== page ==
As ex plained above even w ith GM' s recent declines they still have the mark et sh ar e an d the experience to bounce back. They have been a worldwide company for nearly a century now and have established themselves as the global leader for most of them. If you recall I mentioned above that a current opportunity for GM is to expand globally and as we can see they already have the experience to do so. It is just a matter of the correct planning and proper implementation of those plans that will decided whether or not GM's goals are achieved.

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3. Variety of Brand Names


GM as I mentioned has been the automotive leader for the majority of the last century. A large reason for that is the wide variety of quality brand names that appeal to all target markets. The current GM brands include: Chevrolet, GMC, Cadillac, Buick, Pontiac, Saturn, Hummer, Saab, Daewoo, Opel, and Holden.

4. GMAC Customer Financing Program


Since its establishment in 1919 it has proven to be GM's most reliable source of revenue.

5. On Star Satellite Technology


Developed in 1996 On Star currently has over 3 million subscribers and is standard on all GM vehicles. This technology allows the vehicles to be tracked in the event of an emergency or theft. It also allows the driver and or passengers the ability to communicate with OnStar personnel at the click of a button.

Weaknesses
1. Behind on Alternative Energy Movement
This is GM's biggest weakness. The alternative energy/hybrid trend has begun to take place in the automotive industry and GM has been one step behind the competition in terms of alternative energy vehicles. This has led to many problems including loss of market share and a decrease in company profit. In order for any automotive company to be successful from this point forward they must be Hybrid friendly and fuel efficient.

2. Poor Organizational Structure


As we can see in exhibit 1 of the case GM's organizational structure seems to be too vertically integrated. This causes a lack of communication between employees from top to bottom and may have played a part in GM falling behind on the alternative energy movement.

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3. Stagnant Profitability Looking at GM's profit we see that they are certainly struggling with respect to the size of their company. Their profit margin was about 1.5% and the ROE has dramatically decreased over the recent years dropping to 10% in 2004. This is a situation that shareholders will not be pleased with.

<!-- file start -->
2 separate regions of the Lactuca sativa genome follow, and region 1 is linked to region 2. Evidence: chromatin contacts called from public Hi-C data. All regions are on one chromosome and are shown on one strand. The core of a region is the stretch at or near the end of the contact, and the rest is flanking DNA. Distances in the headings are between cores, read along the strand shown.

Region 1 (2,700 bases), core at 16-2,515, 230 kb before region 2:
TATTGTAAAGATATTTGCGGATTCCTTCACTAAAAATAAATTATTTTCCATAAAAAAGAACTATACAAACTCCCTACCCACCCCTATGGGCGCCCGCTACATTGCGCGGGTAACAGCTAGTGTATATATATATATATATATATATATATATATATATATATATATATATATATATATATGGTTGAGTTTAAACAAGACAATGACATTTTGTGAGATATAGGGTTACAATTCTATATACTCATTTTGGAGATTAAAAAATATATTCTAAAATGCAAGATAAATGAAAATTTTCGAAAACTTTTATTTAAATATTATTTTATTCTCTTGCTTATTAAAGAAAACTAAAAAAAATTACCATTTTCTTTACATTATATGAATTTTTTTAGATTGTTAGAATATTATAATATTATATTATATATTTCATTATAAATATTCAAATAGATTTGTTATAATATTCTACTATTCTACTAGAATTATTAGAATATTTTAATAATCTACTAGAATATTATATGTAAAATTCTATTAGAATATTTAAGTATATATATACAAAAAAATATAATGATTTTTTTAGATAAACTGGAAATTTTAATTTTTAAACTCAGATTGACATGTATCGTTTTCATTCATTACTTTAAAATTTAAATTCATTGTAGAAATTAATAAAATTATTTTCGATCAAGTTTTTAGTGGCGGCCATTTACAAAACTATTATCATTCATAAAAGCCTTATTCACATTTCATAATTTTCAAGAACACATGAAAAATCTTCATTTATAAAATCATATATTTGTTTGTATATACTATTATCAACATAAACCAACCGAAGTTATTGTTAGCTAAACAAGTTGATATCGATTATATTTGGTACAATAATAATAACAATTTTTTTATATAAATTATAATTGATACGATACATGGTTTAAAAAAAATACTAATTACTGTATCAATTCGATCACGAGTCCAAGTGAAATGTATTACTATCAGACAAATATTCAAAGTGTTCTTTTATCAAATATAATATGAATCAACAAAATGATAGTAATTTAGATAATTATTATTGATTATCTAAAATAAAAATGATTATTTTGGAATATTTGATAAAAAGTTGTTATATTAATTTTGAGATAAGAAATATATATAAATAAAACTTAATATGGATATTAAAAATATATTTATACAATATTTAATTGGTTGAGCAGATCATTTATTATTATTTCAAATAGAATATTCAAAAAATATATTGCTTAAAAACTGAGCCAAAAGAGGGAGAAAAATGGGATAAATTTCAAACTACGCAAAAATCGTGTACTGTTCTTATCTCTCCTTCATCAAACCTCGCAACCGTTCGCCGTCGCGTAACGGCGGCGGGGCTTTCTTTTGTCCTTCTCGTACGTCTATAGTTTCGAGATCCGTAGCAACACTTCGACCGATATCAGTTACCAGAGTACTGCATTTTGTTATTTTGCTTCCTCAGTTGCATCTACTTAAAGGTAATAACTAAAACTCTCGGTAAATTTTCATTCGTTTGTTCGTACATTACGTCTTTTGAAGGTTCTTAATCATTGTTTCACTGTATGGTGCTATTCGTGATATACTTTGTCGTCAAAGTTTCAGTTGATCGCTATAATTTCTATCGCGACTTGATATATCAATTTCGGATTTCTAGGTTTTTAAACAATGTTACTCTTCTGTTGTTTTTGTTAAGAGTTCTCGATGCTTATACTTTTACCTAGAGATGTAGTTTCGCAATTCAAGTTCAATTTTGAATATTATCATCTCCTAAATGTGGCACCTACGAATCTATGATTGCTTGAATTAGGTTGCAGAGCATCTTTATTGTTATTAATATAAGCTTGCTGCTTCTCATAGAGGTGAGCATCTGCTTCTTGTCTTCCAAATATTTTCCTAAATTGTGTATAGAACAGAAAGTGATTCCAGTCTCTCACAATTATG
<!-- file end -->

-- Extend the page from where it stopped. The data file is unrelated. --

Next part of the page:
4. Overly Dependent on US market


GM has become too dependent on the US market and must take advantage of the opportunity to expand globally. The competition is becoming too strong to focus on just one country. 5. Overly Dependent on General Motors Acceptance Corporation (GMAC) Financing: GM has become too dependent on its financing program. Granted it is a great strength for GM, however they once again cannot rely solely on financing in order to turn profit, especially if they want to compete with Honda and Toyota who are rapidly growing. 6. Poor Credit Status GM's credit status has like everything else has been steadily declining. Their current ratio is just barely above 1 and their acid test is even lower. Although, I don't see them getting denied based on their credit at this point, the seriousness of the matter is certainly apparent.

Opportunities
1. Alternative Energy Movement
It is obvious that GM was behind its competition with regards to the research and development of hybrid vehicles. However hybrid technology is still very much new giving GM the opportunity to once again become the automotive industry's leader in innovation and technology.

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2. Continuing to Expand Globally. Recently GM saw an increase in the Chinese automotive market, which proves their needs to be more emphasis put on foreign markets. If GM can infiltrate these markets and successfully grow along with their continuing focus on the US market they will be headed in a positive direction.

3. Low Interest Rates


With the right marketing strategy the low interest rates have the potential to generate an immediate increase in sales. 4. Develop New Vehicle Styles and Models This is an opportunity that will never be satisfied, meaning that GM should always be attempting to develop the automotive world's most popular vehicles, and as we know, what is in today will be out tomorrow.

Threats
1. Rising Fuel Prices
With GM being a large producer in both trucks and SUV's, sales have drastically decreased due to the lack of fuel efficiency. The rise in fuel prices has played a significant role in creating the opportunity for development of both hybrid and more fuel efficient vehicles. As you will find with most threats, an equal opportunity will usually emerge as is the case here with GM's opportunity mentioned above.

2. Growth of Competitors
GM no longer has the luxury of being the known leader in the automotive industry and faces the reality that they are in serious trouble. As I mentioned earlier Toyota took the first step in the direction of hybrid technology and has since drastically grown and become the questionable automotive frontrunner to start the 21st century.

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3. Pension Payouts
Part of this threat is its own doing and the other is simply unavoidable. GM is responsible for providing generous pension benefits to its employees, who at the time seemed like a great idea, however they are now experiencing problems as more and more people begin to collect.

4. Increased Health Care Costs


GM, like many large companies with quality employee health care benefits, is experiencing a large financial hit that only gets worse as time continues.